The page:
Mike Davidson wrote about the consequences of Superhuman’s read receipts complete with possible solutions. This is pure gold:
When a company first forms, there are no norms or principles guiding how its people should make decisions. It’s basically just what’s in the founders’ heads. With each decision a company makes, its “decision genome” is established and subsequently hardened. You’ve decided in your first month that you’re only going to hire engineers from Top 10 engineering schools? That’s now part of your genome and will determine the composition of your company. You’ve decided to forgo extra profits by keeping your prices low for consumers? That’s now part of your genome. You’ve decided to employ a single dark pattern to trick users into adding more things to their shopping cart? Part of your genome.
The reason this matters is that what may seem like small decisions early on become the basis for many more decisions down the road. These decisions affect your ethical trajectory as a company. Let’s use the dark pattern example. Maybe the shopping cart thing was pretty minor and you were able to rationalize it internally in a variety of ways, including the fact that the extra item in the user’s cart was inexpensive and provided value (like a product warranty, for instance). Down the road, when employees want to employ more dark patterns, here is how the conversation would go:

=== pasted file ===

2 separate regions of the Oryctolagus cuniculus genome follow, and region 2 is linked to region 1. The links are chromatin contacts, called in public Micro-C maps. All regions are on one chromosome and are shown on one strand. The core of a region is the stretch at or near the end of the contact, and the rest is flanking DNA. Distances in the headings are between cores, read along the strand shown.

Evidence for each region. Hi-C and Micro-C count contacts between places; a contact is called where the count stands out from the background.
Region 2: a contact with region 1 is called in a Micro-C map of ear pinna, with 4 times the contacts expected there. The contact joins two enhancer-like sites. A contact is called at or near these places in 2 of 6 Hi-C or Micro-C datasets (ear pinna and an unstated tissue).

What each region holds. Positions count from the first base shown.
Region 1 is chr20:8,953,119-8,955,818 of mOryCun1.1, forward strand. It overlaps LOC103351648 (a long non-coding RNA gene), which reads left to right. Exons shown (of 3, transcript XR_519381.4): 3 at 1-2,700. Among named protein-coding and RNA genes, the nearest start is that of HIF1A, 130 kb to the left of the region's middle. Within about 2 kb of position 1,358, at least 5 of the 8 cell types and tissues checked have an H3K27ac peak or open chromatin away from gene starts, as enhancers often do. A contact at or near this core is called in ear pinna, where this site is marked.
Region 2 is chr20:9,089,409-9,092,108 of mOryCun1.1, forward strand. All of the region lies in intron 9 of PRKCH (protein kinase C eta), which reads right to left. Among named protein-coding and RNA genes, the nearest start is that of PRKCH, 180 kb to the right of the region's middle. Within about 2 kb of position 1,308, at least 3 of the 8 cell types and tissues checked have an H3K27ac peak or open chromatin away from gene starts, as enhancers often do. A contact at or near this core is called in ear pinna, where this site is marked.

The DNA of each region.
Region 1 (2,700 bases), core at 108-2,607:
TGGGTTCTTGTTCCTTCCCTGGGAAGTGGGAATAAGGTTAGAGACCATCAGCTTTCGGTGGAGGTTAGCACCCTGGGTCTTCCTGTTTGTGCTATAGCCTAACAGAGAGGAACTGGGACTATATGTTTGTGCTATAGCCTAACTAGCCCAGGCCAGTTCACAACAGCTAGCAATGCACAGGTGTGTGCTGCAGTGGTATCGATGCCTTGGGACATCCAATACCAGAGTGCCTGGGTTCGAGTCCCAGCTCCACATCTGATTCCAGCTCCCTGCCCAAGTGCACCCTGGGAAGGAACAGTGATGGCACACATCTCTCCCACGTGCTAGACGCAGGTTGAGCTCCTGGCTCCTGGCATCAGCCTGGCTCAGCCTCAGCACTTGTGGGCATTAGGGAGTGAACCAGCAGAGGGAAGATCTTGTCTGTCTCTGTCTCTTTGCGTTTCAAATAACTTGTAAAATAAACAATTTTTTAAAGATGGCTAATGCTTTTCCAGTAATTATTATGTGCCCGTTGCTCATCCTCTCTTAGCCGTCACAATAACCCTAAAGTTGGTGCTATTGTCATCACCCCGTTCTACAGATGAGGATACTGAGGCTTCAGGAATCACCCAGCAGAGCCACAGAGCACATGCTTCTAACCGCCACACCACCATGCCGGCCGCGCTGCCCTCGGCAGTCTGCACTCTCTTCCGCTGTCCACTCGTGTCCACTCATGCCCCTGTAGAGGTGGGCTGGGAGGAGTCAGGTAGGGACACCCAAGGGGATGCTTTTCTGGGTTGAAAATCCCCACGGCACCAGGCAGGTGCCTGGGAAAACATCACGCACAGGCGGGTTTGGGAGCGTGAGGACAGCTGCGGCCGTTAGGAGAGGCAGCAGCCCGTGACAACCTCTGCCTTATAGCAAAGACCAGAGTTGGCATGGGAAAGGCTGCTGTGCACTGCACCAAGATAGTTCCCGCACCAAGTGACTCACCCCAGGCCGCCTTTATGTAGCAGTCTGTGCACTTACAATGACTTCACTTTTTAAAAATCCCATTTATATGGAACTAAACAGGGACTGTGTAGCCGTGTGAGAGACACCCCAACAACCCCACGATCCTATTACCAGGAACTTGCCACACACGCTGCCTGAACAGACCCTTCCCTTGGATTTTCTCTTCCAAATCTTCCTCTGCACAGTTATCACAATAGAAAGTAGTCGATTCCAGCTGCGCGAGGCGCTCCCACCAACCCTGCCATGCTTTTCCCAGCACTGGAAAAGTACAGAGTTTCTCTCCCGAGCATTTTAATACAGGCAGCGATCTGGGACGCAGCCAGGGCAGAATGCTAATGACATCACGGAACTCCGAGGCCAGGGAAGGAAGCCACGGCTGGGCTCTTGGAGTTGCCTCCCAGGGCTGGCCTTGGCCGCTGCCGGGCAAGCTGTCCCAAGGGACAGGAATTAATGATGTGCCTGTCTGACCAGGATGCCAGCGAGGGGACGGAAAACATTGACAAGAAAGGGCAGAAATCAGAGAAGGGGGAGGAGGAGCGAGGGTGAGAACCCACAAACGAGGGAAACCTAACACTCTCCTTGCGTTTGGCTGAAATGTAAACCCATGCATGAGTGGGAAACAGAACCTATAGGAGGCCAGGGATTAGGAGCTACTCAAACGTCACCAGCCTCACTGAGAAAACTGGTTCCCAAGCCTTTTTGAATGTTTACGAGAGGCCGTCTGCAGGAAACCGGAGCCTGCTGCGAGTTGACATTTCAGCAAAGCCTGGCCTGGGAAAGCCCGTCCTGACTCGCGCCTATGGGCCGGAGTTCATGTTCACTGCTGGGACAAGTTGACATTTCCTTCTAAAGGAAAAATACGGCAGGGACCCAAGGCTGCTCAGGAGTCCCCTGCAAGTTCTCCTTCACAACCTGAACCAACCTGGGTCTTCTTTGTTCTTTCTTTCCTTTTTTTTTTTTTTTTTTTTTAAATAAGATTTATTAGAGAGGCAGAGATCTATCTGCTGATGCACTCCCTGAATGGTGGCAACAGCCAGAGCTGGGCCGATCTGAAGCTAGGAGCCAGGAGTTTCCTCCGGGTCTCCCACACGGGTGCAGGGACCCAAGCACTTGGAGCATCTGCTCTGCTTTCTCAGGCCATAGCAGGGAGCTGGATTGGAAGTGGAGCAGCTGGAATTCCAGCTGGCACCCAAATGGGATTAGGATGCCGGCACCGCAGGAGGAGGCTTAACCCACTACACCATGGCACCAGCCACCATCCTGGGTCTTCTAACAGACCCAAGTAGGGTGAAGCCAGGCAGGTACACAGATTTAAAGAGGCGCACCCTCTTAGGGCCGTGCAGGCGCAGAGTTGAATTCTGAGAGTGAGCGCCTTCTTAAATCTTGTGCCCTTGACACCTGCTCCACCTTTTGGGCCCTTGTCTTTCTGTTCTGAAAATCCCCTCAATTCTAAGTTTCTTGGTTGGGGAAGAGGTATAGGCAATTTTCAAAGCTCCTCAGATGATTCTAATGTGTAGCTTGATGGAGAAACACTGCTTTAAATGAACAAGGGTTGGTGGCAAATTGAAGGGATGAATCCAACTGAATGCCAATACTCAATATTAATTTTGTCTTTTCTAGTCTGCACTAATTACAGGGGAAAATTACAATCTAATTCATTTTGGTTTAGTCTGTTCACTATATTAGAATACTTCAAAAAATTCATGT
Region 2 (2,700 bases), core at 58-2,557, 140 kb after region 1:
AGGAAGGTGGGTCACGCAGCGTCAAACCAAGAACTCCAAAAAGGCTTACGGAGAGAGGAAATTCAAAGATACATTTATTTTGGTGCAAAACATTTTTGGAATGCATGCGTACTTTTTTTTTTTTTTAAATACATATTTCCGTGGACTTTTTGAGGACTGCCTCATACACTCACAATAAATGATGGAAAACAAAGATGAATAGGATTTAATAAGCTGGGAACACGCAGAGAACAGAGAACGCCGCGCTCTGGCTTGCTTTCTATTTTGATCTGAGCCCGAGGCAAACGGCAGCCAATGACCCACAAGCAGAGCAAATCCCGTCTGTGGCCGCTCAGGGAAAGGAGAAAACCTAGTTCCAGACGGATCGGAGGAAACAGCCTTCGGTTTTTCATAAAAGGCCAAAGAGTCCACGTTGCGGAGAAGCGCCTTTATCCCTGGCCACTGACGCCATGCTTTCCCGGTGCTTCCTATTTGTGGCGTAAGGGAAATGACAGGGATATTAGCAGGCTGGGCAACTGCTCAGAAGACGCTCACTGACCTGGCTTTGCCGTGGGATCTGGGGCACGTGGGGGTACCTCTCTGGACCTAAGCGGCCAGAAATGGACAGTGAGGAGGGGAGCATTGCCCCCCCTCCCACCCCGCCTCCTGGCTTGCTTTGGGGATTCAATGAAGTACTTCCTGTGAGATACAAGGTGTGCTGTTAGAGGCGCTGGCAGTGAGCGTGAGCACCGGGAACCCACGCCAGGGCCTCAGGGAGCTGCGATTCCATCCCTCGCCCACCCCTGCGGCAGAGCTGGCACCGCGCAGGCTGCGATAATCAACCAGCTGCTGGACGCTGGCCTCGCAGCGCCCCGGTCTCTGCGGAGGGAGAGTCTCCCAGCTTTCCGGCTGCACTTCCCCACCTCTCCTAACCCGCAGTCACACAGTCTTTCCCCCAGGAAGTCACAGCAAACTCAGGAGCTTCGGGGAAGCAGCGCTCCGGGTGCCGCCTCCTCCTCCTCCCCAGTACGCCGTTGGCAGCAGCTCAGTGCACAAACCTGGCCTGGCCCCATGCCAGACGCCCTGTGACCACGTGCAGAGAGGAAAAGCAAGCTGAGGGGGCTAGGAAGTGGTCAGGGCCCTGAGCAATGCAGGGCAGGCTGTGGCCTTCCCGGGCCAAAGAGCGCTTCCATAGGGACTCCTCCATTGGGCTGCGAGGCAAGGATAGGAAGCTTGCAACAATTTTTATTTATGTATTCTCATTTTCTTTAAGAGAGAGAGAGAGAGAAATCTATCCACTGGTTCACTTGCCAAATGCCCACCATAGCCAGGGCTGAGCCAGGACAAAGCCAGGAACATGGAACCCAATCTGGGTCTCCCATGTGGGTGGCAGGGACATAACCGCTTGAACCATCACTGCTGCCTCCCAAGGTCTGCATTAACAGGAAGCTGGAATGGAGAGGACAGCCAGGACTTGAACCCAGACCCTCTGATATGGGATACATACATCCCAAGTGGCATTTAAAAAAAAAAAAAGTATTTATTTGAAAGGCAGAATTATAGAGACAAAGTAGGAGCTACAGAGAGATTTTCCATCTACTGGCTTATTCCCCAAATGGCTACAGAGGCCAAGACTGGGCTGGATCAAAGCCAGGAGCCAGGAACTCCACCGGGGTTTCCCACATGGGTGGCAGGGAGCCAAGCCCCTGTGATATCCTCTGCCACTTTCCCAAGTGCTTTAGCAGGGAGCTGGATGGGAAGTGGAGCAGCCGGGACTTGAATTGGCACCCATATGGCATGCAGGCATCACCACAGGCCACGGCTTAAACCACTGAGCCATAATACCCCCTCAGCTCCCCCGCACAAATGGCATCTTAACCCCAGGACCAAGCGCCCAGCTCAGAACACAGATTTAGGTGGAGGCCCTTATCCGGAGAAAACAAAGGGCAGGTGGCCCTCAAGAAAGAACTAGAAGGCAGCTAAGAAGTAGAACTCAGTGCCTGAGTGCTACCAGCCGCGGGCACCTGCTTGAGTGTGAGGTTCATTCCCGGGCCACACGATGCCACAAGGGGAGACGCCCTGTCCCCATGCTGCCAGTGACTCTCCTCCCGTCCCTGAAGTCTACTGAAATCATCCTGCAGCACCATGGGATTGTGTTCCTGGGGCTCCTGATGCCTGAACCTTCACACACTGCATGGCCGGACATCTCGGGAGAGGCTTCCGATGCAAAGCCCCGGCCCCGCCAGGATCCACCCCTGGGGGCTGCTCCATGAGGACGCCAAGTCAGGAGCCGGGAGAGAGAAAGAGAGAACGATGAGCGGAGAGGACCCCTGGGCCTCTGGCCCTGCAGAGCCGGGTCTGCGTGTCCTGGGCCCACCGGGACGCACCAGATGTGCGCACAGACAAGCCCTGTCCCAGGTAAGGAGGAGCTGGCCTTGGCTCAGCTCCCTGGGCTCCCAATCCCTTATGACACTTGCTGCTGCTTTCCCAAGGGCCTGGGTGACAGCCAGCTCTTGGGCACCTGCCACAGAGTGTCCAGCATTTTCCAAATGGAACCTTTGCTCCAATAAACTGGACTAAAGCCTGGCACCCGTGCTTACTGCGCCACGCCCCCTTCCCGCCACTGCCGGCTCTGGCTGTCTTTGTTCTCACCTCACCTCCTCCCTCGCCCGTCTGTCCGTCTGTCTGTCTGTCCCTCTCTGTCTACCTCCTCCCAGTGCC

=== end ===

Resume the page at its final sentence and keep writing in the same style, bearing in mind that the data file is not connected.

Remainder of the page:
Greg: “Hey, we aren’t getting enough people to opt-into our mailing list when they sign up. Can we try maybe unchecking that box by default but using language such that leaving it unchecked opts people in?”
Desi: “Wouldn’t we be intentionally deceiving users if we did that?”
Greg: “Uhhhh, we already add things to your shopping cart that you don’t even ask for!”
Desi: “True. This seems like less of a big deal than that. I guess I’m OK with it.”
If you’ve never worked at a tech company before, this is how things go. When faced with making a product decision that is even mildly uncomfortable, employees often first look towards expressed company principles like “Always put the customer first”, but the next thing they look for is precedent. What other decisions have we made that look like this one? Designers do this. Engineers do this. Product managers do this. Executives do this. It’s an easy way to inform your current decision, and it’s also an easy way to cover your ass. Imagine the above decision was made by a product manager, and later on the company was called out publicly on it. The CEO or Head of Product marches over to the product manager and says “what were you thinking here?!?” The product manager needs only to point to the shopping cart behavior in order to let him or herself off the hook.
The point here is that companies decide early on what sort of companies they will end up being. The company they may want to be is often written in things like “core values” that are displayed in lunch rooms and employee handbooks, but the company they will be is a product of the actual decisions they make — especially the tough decisions.
Rahul Vohra, founder and CEO of Superhuman, responded with changes to come.